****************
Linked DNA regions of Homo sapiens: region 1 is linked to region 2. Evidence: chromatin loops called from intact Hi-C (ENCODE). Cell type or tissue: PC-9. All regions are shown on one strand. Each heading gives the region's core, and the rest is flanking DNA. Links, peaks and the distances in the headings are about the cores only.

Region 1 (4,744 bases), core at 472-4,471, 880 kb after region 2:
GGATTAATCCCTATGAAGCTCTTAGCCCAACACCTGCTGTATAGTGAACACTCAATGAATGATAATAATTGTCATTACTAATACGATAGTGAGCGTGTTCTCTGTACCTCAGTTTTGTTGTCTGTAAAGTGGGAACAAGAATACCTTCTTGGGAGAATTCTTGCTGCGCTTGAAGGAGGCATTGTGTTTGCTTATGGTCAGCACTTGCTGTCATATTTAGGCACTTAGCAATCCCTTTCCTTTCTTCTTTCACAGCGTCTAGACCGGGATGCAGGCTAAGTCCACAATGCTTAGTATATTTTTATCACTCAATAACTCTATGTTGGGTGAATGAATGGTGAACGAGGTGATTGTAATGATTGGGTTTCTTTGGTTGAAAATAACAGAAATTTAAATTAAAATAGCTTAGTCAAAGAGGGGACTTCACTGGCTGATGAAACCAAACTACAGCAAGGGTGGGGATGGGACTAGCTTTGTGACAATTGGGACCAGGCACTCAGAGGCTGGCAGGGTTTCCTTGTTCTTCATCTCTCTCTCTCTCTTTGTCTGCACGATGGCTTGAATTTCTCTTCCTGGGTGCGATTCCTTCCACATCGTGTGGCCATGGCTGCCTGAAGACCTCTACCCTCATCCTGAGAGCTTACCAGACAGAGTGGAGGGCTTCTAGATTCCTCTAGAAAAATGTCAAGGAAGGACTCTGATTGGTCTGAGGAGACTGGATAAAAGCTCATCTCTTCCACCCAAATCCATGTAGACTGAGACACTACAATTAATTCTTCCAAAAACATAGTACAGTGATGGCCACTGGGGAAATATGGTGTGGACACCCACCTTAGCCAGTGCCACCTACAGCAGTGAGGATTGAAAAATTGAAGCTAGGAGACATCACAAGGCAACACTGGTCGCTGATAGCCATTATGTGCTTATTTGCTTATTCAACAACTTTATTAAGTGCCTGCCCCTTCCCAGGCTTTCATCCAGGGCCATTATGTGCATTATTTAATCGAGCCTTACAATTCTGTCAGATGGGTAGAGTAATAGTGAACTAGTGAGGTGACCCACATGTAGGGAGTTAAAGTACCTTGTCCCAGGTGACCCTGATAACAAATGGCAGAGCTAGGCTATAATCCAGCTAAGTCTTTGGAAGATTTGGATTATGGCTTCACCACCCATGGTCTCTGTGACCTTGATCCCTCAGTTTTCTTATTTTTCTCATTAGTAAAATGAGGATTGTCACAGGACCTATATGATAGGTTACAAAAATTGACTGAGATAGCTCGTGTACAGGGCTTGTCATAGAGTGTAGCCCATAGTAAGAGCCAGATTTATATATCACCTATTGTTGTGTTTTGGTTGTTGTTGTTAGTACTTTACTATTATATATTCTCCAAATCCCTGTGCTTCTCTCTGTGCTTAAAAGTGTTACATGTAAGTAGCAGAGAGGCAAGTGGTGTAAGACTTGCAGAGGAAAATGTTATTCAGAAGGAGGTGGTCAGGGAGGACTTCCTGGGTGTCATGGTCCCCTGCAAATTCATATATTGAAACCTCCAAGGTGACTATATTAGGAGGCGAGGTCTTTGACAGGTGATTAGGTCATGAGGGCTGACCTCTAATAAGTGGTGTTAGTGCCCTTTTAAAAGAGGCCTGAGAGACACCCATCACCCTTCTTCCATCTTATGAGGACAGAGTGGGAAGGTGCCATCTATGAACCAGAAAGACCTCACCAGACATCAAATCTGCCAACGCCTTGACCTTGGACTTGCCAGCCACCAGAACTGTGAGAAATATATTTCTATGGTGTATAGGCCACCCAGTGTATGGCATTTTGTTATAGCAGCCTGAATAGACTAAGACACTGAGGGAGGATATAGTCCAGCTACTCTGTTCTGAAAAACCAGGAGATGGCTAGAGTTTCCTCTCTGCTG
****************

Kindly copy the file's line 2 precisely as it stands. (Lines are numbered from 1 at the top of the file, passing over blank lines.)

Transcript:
Region 1 (4,744 bases), core at 472-4,471, 880 kb after region 2: